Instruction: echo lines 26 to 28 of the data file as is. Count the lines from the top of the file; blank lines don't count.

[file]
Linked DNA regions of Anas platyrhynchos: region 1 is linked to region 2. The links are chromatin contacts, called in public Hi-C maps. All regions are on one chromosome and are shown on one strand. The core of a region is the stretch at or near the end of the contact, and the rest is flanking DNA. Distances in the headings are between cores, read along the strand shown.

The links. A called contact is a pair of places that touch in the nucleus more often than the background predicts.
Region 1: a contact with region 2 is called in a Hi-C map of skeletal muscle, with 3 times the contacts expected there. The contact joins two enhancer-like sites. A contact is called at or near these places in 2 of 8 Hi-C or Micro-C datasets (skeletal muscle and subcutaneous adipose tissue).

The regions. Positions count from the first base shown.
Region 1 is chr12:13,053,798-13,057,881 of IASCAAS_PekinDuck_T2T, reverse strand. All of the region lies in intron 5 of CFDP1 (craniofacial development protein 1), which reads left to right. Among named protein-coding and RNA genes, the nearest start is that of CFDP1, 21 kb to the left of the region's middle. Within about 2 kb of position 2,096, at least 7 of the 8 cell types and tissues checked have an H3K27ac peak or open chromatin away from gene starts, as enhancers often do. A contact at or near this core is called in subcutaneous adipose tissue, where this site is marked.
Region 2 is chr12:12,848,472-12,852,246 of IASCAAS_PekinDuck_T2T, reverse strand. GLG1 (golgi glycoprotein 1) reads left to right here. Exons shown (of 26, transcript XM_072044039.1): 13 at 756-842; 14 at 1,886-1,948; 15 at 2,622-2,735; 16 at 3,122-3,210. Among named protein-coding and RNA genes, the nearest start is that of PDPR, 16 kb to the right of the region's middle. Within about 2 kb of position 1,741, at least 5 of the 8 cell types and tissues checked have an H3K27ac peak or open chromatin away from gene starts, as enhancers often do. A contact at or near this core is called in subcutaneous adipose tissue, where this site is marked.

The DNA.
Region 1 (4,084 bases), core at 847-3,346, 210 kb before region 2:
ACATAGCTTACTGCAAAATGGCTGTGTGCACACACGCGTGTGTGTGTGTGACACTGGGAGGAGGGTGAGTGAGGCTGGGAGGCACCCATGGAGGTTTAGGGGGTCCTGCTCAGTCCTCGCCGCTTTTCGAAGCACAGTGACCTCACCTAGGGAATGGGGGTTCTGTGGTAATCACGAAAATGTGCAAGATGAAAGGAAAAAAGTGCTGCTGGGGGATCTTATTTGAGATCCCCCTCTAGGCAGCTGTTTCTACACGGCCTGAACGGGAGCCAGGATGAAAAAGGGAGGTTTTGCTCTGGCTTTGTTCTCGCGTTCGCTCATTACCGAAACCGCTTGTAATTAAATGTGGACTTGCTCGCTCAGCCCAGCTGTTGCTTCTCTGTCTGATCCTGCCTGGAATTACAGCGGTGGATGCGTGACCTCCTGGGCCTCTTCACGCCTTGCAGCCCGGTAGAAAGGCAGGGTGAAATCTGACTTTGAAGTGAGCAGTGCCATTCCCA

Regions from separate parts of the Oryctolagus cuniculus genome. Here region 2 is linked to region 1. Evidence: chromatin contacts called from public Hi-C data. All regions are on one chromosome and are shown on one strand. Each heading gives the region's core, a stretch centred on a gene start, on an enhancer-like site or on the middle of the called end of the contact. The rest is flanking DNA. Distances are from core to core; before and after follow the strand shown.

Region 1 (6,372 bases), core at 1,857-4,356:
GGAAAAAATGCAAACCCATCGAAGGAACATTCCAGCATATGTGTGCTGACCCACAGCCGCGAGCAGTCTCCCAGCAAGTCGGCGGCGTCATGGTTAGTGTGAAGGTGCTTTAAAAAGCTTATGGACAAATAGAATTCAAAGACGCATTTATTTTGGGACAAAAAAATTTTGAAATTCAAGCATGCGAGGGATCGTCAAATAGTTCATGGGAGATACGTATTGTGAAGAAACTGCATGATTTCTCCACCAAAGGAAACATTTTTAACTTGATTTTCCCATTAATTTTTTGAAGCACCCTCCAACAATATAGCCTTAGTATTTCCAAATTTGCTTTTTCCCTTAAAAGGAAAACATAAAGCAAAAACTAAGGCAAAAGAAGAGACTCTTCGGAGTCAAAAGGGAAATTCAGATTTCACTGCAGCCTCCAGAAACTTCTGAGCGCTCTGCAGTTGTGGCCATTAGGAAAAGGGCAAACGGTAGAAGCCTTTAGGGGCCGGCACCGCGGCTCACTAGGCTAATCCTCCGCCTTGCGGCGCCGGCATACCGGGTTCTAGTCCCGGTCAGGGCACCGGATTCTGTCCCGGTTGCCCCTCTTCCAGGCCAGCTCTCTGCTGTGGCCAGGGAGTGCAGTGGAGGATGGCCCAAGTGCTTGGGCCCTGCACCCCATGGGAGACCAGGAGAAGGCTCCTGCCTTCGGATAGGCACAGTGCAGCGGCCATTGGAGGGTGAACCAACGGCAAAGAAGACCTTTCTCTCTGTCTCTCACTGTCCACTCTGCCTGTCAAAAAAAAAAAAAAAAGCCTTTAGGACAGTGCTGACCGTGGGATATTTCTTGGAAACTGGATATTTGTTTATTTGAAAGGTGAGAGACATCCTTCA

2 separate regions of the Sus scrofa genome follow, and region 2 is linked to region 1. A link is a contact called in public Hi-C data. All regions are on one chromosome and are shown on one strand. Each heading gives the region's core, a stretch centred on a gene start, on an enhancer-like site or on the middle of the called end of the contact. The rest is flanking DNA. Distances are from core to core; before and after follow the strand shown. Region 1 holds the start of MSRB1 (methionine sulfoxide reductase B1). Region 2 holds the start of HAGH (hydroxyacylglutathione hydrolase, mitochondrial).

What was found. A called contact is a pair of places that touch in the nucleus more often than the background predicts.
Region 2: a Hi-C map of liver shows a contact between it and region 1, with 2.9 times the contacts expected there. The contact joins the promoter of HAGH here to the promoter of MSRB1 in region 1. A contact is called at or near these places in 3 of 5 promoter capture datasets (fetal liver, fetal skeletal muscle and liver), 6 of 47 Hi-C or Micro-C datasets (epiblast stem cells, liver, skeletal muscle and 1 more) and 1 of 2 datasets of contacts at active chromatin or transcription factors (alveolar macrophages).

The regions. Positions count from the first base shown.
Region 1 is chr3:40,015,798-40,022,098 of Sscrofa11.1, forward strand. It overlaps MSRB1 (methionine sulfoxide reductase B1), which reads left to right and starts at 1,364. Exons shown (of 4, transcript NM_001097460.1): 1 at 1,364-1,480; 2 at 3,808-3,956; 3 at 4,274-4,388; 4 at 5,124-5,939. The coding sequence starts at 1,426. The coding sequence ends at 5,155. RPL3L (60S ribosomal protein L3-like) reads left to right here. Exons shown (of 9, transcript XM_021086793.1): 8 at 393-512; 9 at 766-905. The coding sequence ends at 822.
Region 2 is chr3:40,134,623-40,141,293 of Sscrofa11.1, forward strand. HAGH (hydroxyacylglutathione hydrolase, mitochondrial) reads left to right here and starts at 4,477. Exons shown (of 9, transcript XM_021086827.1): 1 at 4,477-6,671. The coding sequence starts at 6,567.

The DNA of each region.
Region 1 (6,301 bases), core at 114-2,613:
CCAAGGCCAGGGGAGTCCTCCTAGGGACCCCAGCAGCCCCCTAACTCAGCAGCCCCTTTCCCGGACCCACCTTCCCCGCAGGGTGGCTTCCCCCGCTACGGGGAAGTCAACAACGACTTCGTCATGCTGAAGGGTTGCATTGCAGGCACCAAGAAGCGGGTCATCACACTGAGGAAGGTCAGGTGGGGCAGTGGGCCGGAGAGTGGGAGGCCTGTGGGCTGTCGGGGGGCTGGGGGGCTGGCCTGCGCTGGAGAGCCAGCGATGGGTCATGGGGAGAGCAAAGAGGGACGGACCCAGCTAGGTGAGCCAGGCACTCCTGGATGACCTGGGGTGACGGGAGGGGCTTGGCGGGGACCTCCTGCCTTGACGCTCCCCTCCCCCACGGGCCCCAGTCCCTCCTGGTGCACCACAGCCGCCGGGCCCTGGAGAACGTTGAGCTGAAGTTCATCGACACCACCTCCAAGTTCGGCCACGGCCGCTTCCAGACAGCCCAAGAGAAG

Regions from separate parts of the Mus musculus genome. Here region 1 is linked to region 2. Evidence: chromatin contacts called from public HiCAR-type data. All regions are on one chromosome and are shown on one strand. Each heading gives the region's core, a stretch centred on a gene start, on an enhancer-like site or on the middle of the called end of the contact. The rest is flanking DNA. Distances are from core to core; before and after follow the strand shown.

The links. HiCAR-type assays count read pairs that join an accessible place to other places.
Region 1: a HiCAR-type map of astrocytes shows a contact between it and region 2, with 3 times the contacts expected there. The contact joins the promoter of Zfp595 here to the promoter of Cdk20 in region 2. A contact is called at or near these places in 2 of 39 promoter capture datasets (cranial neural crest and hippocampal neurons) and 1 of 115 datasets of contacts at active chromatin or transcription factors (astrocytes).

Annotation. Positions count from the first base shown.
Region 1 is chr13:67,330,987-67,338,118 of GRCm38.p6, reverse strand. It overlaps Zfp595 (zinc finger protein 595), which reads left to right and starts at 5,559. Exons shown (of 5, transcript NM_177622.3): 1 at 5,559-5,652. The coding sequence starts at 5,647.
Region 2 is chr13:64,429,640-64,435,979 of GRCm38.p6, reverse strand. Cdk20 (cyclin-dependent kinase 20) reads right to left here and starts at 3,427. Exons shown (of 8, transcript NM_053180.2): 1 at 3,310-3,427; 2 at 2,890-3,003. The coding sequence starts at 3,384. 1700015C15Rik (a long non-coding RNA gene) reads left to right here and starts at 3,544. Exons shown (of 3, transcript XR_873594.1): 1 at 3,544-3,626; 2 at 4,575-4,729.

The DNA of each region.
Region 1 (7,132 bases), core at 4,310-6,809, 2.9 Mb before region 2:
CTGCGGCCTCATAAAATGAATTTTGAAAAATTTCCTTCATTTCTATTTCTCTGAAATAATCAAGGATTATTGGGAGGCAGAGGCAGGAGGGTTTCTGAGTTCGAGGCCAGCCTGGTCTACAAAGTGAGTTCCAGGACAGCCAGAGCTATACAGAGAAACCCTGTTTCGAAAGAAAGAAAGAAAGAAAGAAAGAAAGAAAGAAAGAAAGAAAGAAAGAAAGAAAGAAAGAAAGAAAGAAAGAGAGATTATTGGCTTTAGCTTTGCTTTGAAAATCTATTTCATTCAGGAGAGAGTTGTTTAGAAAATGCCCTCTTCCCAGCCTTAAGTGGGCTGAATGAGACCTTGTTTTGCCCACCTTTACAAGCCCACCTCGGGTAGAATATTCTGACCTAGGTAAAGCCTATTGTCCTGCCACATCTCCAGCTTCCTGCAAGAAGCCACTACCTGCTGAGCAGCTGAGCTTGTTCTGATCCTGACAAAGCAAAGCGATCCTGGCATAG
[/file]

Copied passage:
Region 1 is chr13:67,330,987-67,338,118 of GRCm38.p6, reverse strand. It overlaps Zfp595 (zinc finger protein 595), which reads left to right and starts at 5,559. Exons shown (of 5, transcript NM_177622.3): 1 at 5,559-5,652. The coding sequence starts at 5,647.
Region 2 is chr13:64,429,640-64,435,979 of GRCm38.p6, reverse strand. Cdk20 (cyclin-dependent kinase 20) reads right to left here and starts at 3,427. Exons shown (of 8, transcript NM_053180.2): 1 at 3,310-3,427; 2 at 2,890-3,003. The coding sequence starts at 3,384. 1700015C15Rik (a long non-coding RNA gene) reads left to right here and starts at 3,544. Exons shown (of 3, transcript XR_873594.1): 1 at 3,544-3,626; 2 at 4,575-4,729.

The DNA of each region.